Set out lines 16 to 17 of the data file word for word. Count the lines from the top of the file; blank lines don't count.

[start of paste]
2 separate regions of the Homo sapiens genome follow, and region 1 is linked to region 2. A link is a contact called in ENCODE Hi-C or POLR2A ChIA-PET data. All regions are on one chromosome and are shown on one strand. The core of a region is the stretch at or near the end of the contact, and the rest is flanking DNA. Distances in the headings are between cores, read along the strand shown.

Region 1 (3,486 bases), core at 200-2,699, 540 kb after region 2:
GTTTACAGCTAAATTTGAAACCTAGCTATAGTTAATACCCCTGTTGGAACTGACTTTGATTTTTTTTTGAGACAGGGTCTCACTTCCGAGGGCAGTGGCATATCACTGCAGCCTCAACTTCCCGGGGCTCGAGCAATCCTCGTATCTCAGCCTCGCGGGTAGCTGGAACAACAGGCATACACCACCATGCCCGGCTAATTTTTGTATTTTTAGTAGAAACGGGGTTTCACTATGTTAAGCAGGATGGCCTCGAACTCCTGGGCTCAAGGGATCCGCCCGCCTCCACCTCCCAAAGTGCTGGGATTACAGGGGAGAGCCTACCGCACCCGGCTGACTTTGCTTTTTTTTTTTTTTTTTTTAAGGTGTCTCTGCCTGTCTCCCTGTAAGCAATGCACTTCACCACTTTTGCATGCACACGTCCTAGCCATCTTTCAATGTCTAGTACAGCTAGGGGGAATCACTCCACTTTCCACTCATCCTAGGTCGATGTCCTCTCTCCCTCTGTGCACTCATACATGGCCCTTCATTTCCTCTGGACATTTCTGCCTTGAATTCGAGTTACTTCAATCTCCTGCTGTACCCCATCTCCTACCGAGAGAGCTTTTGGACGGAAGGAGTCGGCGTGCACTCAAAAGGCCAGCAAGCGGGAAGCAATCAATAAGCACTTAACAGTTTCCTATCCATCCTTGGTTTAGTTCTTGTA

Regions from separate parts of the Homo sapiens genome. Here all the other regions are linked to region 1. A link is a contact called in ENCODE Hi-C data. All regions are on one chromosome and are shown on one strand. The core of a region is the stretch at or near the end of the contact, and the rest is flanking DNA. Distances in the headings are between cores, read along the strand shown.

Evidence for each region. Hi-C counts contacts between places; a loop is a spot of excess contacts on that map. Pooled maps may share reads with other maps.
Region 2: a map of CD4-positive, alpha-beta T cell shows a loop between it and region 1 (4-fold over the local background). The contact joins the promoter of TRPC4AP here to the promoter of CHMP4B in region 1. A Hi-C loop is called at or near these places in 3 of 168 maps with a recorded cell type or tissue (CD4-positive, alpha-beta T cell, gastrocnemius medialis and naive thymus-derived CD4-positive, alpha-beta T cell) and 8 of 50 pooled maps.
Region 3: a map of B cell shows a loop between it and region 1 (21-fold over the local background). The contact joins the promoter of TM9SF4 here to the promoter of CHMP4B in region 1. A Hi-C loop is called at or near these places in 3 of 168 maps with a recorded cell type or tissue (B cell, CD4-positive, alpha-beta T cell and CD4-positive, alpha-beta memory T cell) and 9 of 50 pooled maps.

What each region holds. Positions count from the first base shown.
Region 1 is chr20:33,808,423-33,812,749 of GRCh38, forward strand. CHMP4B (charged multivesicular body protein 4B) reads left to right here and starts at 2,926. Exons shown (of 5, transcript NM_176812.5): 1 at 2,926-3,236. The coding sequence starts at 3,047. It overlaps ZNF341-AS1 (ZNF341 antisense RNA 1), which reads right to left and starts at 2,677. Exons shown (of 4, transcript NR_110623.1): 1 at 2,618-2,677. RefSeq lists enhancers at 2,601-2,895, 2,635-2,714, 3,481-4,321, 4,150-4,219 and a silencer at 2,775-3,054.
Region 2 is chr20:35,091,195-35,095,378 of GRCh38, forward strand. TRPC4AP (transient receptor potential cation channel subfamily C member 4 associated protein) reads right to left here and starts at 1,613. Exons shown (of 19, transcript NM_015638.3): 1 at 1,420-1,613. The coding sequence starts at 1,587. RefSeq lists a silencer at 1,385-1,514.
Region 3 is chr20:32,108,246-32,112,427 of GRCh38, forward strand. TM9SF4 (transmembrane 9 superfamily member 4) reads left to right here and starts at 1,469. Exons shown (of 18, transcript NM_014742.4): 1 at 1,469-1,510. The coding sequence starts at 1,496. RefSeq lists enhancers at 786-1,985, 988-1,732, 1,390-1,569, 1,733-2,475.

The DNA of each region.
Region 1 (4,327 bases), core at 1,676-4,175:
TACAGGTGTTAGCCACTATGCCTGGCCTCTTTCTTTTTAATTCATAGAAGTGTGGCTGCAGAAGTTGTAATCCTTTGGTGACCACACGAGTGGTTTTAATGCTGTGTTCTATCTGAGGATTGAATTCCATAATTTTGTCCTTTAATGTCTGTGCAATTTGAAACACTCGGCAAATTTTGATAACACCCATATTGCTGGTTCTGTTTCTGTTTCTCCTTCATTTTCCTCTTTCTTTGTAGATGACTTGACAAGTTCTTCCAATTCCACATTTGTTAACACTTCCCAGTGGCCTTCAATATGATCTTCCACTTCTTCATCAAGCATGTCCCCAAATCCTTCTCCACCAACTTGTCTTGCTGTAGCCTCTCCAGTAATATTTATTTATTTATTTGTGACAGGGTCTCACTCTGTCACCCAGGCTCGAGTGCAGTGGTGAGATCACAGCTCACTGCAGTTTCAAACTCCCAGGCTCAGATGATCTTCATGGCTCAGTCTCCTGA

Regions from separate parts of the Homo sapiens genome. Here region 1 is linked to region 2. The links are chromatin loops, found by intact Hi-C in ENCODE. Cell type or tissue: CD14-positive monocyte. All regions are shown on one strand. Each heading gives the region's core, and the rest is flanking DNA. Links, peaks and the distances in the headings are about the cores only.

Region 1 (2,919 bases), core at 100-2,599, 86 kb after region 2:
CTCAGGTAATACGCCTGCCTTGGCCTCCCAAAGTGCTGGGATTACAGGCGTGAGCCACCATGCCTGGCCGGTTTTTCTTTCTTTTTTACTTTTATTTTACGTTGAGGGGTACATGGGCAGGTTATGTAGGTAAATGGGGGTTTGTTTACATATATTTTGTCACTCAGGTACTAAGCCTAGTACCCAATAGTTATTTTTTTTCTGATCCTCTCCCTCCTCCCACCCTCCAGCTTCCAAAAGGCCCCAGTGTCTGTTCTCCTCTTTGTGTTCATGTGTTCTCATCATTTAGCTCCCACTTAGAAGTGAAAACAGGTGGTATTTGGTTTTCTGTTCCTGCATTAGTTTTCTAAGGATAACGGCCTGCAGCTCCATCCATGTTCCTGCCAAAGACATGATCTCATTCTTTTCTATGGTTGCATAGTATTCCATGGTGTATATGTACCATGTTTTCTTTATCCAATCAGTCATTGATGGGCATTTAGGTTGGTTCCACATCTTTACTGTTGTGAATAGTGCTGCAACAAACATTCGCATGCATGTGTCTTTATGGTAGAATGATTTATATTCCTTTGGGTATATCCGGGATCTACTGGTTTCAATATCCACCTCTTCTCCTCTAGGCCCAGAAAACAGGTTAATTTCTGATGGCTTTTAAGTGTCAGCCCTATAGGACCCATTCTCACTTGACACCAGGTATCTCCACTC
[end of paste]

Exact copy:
Region 1 (2,919 bases), core at 100-2,599, 86 kb after region 2:
CTCAGGTAATACGCCTGCCTTGGCCTCCCAAAGTGCTGGGATTACAGGCGTGAGCCACCATGCCTGGCCGGTTTTTCTTTCTTTTTTACTTTTATTTTACGTTGAGGGGTACATGGGCAGGTTATGTAGGTAAATGGGGGTTTGTTTACATATATTTTGTCACTCAGGTACTAAGCCTAGTACCCAATAGTTATTTTTTTTCTGATCCTCTCCCTCCTCCCACCCTCCAGCTTCCAAAAGGCCCCAGTGTCTGTTCTCCTCTTTGTGTTCATGTGTTCTCATCATTTAGCTCCCACTTAGAAGTGAAAACAGGTGGTATTTGGTTTTCTGTTCCTGCATTAGTTTTCTAAGGATAACGGCCTGCAGCTCCATCCATGTTCCTGCCAAAGACATGATCTCATTCTTTTCTATGGTTGCATAGTATTCCATGGTGTATATGTACCATGTTTTCTTTATCCAATCAGTCATTGATGGGCATTTAGGTTGGTTCCACATCTTTACTGTTGTGAATAGTGCTGCAACAAACATTCGCATGCATGTGTCTTTATGGTAGAATGATTTATATTCCTTTGGGTATATCCGGGATCTACTGGTTTCAATATCCACCTCTTCTCCTCTAGGCCCAGAAAACAGGTTAATTTCTGATGGCTTTTAAGTGTCAGCCCTATAGGACCCATTCTCACTTGACACCAGGTATCTCCACTC